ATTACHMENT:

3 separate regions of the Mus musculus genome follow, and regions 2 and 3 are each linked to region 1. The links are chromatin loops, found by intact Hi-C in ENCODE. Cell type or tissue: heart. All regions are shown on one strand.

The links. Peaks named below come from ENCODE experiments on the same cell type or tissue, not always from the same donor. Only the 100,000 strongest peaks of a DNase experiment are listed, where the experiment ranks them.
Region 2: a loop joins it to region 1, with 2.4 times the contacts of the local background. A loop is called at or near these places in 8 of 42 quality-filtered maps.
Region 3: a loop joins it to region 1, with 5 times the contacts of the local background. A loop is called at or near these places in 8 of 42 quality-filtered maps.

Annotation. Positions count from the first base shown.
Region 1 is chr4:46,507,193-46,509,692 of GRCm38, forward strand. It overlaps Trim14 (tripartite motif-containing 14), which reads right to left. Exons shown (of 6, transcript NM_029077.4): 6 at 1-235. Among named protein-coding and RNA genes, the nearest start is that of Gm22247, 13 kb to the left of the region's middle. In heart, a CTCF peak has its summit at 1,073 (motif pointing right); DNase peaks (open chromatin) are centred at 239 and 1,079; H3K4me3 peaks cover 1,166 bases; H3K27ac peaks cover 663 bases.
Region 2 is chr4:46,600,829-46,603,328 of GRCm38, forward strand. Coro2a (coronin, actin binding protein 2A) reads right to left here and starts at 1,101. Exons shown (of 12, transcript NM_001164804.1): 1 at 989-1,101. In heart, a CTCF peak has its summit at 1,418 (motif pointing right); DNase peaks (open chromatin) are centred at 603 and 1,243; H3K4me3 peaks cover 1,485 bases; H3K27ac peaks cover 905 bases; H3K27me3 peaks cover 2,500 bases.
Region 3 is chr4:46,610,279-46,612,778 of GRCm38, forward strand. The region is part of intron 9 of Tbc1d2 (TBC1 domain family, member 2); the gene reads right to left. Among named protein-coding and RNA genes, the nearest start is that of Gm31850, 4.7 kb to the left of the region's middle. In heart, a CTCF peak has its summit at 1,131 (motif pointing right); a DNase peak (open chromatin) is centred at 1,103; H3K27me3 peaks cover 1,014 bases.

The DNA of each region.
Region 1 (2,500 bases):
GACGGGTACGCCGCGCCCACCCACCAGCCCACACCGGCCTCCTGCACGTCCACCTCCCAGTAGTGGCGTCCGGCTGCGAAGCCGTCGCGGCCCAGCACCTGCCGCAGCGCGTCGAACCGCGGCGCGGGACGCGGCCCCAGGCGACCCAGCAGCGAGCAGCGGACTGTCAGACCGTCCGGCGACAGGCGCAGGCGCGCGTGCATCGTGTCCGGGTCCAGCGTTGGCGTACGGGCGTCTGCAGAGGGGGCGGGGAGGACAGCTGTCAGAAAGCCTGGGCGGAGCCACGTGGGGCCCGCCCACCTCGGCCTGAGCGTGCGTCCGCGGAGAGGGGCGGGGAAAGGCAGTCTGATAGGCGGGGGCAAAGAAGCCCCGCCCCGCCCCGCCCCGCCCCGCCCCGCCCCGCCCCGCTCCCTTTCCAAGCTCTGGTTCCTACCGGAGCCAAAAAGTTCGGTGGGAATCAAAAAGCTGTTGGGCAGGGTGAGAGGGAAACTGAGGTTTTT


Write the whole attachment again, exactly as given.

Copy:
3 separate regions of the Mus musculus genome follow, and regions 2 and 3 are each linked to region 1. The links are chromatin loops, found by intact Hi-C in ENCODE. Cell type or tissue: heart. All regions are shown on one strand.

The links. Peaks named below come from ENCODE experiments on the same cell type or tissue, not always from the same donor. Only the 100,000 strongest peaks of a DNase experiment are listed, where the experiment ranks them.
Region 2: a loop joins it to region 1, with 2.4 times the contacts of the local background. A loop is called at or near these places in 8 of 42 quality-filtered maps.
Region 3: a loop joins it to region 1, with 5 times the contacts of the local background. A loop is called at or near these places in 8 of 42 quality-filtered maps.

Annotation. Positions count from the first base shown.
Region 1 is chr4:46,507,193-46,509,692 of GRCm38, forward strand. It overlaps Trim14 (tripartite motif-containing 14), which reads right to left. Exons shown (of 6, transcript NM_029077.4): 6 at 1-235. Among named protein-coding and RNA genes, the nearest start is that of Gm22247, 13 kb to the left of the region's middle. In heart, a CTCF peak has its summit at 1,073 (motif pointing right); DNase peaks (open chromatin) are centred at 239 and 1,079; H3K4me3 peaks cover 1,166 bases; H3K27ac peaks cover 663 bases.
Region 2 is chr4:46,600,829-46,603,328 of GRCm38, forward strand. Coro2a (coronin, actin binding protein 2A) reads right to left here and starts at 1,101. Exons shown (of 12, transcript NM_001164804.1): 1 at 989-1,101. In heart, a CTCF peak has its summit at 1,418 (motif pointing right); DNase peaks (open chromatin) are centred at 603 and 1,243; H3K4me3 peaks cover 1,485 bases; H3K27ac peaks cover 905 bases; H3K27me3 peaks cover 2,500 bases.
Region 3 is chr4:46,610,279-46,612,778 of GRCm38, forward strand. The region is part of intron 9 of Tbc1d2 (TBC1 domain family, member 2); the gene reads right to left. Among named protein-coding and RNA genes, the nearest start is that of Gm31850, 4.7 kb to the left of the region's middle. In heart, a CTCF peak has its summit at 1,131 (motif pointing right); a DNase peak (open chromatin) is centred at 1,103; H3K27me3 peaks cover 1,014 bases.

The DNA of each region.
Region 1 (2,500 bases):
GACGGGTACGCCGCGCCCACCCACCAGCCCACACCGGCCTCCTGCACGTCCACCTCCCAGTAGTGGCGTCCGGCTGCGAAGCCGTCGCGGCCCAGCACCTGCCGCAGCGCGTCGAACCGCGGCGCGGGACGCGGCCCCAGGCGACCCAGCAGCGAGCAGCGGACTGTCAGACCGTCCGGCGACAGGCGCAGGCGCGCGTGCATCGTGTCCGGGTCCAGCGTTGGCGTACGGGCGTCTGCAGAGGGGGCGGGGAGGACAGCTGTCAGAAAGCCTGGGCGGAGCCACGTGGGGCCCGCCCACCTCGGCCTGAGCGTGCGTCCGCGGAGAGGGGCGGGGAAAGGCAGTCTGATAGGCGGGGGCAAAGAAGCCCCGCCCCGCCCCGCCCCGCCCCGCCCCGCCCCGCCCCGCTCCCTTTCCAAGCTCTGGTTCCTACCGGAGCCAAAAAGTTCGGTGGGAATCAAAAAGCTGTTGGGCAGGGTGAGAGGGAAACTGAGGTTTTT